Talib Kweli doesn’t agree. In a response on Medium, the rapper makes the case the artists are not products and Lauryn Hill’s personal life is none of her fans’ business:

When you pay for a Lauryn Hill concert you are not paying for her to do what you want, you are paying for her to do what she wants. She is not an iPod nor is she a trained monkey. She doesn’t have to do her hits and she doesn’t have to do the songs the way you want to hear them. She doesn’t owe you that. The world does not revolve around you, and you ain’t gotta like it. Get over yourself. If you have a negative experience at her concert, go home, put on The Miseducation of Lauryn Hill and the next time she does come through your town, don’t go to her concert. Problem solved. Just because you had a negative experience at a Lauryn Hill show doesn’t mean her contribution to the world is invalid or deserves to be disrespected.

But even for those who agree wholeheartedly with Kweli’s points, not all of Hill’s critics are totally off base. For instance, take the anti-gay lyrics in one of her most recent songs from last summer, “Neurotic Society,” in which she compares “social transvestism,” “drag queens” and “girl men” to “pimps,” “pushers,” and “serial criminals.” In a written defense of the song, Hill wrote on her Tumblr: “Everyone has a right to their own beliefs,” she wrote. “Although I do not necessarily agree with what everyone says or does, I do believe in everyone’s right to protest.”

Those are words that more or less prove Kweli’s point: Hill is a person, not a product, and fans don’t have to agree with her — or listen. 

New York City Activists: ‘Anti-Muslim Ads Could Threaten Lives’

New York City Activists: 'Anti-Muslim Ads Could Threaten Lives'

In an op-ed for the New York Daily News, Rajdeep Singh, the director of law and policy at the Sikh Coalition, writes that Pamela Geller’s latest round of anti-Muslim subway ads aren’t just in bad taste. They’re could become deadly:

The First Amendment protects Geller’s right to be obnoxious, but she should be shamed for trying to combat anti-American extremists by publicly stereotyping entire groups of people and creating a climate of fear that could endanger the lives of innocent people.

There are fringe extremist groups in many religious communities throughout the world. ISIS, Al Qaeda and others are real threats to Americans. But they constitute a tiny fraction of the total population — which, in the case of Muslims, totals up to 1 million in New York City and more than 1 billion globally.

It’s also a point that educator and co-founder of MuslimARC Margari Hill drove home in an interview with Colorlines recently:

There’s also this kind of urgency as we’re dealing with Islamophobia. In New York, you have those [racist subway] ads [that imply] that Boko Haram is Al Qaeda, Hamas is Al Qaeda and CAIR is Al Qaeda. I know people who work for CAIR, and to be vilified as Al Qaeda is really horrible. You have elected officials calling for us to be interned. Our identities and status as Muslims in America is still precarious. I feel that being a vulnerable minority, it’s very important that Muslim-Americans build solidarity and alliances with other communities. In order to do that we have to tackle  racism in our own faith community, including racism against Latinos, blacks and Asians.”

As Singh writes at the Daily News, “By pandering to the lowest common denominator, Geller is failing to acknowledge the devout Muslims who are working full-time to combat extremism and promote secular, pluralistic democracies in Muslim-majority countries.” Read more.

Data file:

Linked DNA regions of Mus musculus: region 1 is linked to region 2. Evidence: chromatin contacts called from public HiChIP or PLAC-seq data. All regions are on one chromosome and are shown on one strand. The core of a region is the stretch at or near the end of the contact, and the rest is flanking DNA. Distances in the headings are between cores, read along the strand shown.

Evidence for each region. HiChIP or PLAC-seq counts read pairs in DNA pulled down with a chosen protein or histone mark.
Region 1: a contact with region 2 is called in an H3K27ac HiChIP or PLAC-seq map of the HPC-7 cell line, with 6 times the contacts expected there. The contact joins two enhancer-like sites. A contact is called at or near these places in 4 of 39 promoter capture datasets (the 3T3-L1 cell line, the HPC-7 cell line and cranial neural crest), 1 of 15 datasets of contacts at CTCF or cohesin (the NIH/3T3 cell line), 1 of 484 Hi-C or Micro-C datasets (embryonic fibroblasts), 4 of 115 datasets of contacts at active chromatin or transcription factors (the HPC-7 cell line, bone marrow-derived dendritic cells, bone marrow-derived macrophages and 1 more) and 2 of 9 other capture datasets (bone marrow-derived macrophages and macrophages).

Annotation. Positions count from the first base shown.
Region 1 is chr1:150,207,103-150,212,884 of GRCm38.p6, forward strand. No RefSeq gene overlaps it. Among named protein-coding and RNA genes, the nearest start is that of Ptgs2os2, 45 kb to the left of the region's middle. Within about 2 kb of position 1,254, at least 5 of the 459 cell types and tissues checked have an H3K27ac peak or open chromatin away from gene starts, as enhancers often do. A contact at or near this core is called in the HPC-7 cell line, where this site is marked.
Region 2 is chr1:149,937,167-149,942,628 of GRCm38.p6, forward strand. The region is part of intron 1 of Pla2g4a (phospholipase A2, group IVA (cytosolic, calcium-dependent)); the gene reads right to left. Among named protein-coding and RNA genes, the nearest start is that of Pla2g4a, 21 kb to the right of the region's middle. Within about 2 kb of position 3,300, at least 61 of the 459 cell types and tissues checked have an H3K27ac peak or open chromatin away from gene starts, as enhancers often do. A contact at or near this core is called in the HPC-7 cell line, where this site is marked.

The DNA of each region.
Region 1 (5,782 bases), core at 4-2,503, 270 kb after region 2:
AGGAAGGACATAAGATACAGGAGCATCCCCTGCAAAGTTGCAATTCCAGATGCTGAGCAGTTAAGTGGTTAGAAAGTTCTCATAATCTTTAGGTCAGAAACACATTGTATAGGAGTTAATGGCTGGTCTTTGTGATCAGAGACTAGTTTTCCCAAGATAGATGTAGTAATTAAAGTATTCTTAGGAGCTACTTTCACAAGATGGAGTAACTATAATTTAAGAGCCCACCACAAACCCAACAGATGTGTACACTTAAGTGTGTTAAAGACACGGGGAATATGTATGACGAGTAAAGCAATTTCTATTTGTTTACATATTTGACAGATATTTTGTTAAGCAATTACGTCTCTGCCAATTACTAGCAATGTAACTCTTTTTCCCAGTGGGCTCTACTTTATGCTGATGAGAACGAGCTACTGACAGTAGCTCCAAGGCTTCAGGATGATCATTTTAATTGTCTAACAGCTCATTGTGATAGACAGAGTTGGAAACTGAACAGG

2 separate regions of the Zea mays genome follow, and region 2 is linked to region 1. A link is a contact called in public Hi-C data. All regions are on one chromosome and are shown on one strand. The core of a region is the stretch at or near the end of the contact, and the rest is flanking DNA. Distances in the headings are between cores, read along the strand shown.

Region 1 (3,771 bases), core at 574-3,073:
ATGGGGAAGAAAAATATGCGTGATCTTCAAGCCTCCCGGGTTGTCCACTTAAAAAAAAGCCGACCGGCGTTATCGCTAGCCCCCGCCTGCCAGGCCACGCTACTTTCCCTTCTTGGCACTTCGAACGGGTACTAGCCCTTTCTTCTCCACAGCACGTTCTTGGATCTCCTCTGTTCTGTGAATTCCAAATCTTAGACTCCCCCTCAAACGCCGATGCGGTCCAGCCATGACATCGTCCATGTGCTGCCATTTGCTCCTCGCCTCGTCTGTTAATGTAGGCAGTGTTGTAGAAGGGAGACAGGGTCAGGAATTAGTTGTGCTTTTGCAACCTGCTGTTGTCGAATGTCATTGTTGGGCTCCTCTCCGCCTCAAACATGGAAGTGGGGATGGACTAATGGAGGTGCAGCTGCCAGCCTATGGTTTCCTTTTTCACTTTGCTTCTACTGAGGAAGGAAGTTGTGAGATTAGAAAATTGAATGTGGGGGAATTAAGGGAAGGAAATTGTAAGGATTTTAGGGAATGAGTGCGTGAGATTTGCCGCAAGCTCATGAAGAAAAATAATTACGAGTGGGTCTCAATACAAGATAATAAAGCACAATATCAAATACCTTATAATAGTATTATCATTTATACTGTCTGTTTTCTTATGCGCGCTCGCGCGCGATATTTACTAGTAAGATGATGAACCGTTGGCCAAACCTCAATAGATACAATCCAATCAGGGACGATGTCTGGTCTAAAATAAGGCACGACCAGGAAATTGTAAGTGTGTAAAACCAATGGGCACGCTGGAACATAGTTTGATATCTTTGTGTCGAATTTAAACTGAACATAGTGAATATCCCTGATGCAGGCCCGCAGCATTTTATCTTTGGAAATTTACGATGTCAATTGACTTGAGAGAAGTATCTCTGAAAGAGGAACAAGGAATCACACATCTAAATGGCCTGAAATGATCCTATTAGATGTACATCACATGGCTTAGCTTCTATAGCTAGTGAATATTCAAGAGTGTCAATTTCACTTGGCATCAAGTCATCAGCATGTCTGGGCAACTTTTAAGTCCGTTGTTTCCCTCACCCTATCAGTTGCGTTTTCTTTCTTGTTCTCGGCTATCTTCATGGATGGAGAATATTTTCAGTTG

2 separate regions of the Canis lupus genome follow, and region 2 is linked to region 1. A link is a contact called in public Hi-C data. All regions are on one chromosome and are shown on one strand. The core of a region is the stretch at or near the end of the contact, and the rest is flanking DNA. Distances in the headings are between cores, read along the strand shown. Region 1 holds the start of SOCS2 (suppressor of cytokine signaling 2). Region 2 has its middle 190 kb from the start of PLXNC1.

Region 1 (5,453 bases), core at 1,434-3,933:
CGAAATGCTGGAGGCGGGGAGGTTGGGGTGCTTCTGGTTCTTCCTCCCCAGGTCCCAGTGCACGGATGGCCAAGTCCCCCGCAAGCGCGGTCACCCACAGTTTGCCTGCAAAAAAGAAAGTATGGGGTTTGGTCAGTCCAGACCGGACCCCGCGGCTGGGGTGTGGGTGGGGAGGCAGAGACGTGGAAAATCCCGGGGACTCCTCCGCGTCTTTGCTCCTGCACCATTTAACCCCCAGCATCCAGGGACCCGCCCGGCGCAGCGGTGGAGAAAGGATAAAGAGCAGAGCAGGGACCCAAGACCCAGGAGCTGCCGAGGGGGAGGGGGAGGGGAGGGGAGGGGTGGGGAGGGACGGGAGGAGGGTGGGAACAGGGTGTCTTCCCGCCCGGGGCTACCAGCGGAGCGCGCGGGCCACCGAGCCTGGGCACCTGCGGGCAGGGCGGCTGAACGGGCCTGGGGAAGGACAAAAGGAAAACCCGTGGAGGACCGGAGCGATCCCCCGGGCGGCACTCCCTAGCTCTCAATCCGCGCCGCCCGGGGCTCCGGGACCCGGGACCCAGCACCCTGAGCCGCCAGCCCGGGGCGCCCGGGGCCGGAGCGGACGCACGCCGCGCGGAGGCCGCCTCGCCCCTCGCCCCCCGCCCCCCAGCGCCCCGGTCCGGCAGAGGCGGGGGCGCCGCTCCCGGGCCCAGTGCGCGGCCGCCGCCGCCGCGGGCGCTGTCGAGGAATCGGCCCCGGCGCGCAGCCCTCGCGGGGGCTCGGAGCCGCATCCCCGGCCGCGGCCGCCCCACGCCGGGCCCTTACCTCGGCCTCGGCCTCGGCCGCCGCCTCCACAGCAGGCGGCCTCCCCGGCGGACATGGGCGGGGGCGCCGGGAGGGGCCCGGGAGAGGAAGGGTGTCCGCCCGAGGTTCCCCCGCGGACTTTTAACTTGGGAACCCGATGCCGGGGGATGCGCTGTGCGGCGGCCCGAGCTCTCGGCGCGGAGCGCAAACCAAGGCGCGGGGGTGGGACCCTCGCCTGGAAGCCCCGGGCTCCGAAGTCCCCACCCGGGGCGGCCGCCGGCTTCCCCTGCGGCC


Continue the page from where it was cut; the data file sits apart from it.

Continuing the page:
People Magazine Marks Shondaland’s Big Night With Racist Tweets

People Magazine Marks Shondaland's Big Night With Racist Tweets

Like many publications, People Magazine livetweeted last night’s series premiere of “How to Get Away With Murder” and the season premieres of “Scandal” and “Grey’s Anatomy.” It was a big night for ABC producer Shonda Rhimes, one of the creative minds behind all three shows. But instead of celebrating Rhimes’ skill or having feelings about Cyrus’ hair, People posted a series of racially offensive tweets

From Jezebel’s Rebecca Rose:

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For those who don’t know, the quote references Davis’ Oscar-nominated role as Aibileen Clark, a maid in The Help. The reaction on Twitter was immediate, as many followers expressed not their outrage—because I don’t think it’s fair to portray this as just blind outrage—but their disappointment that this what a media company chooses to highlight.

And that was after this happened:

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Rose points out that the problem goes beyond Twitter. People Magazine was recently sued for racial discrimination by a former editor, Tatsha Robertson, who was reportedly told, “You need to talk like everyone else here. You’re not at Essence anymore.” Read more at the Huffington Post

Azealia Banks Sings Label Woes on New Track ‘Chasing Time’

Azealia Banks Sings Label Woes on New Track 'Chasing Time'

Azealia Banks released a new track this week from her long-awaited debut LP “Broke With Expensive Taste,” and it’s fantastic. The track features Banks’ vocals over a killer house beat, one that Dee Lockett at Salon called her “best song in years.”

Banks also uses the track to talk freely about her highly-publicized label woes: “My attitude is bitchy but you already knew that/ And since we can’t get along, I think we should both move along,” she raps. After being released from Universal earlier this year, Banks said in an interview with the Guardian that she was fed up with being micromanaged by industry heads who knew nothing about her work. “I’m tired of having to consult a group of old white guys about my black girl craft. They don’t even know what they’re listening for or to.”

Looks like that black girl craft is as strong as ever.

(h/t Flavorwire)

Watch Graffiti Artist Jurne Create a Love Letter to Oakland

This video from photographer Lea Bruno perfectly captures Oakland’s vibrant spirit. 

(h/t Movoto)

PSA: George Takei Wants Straight People to Vote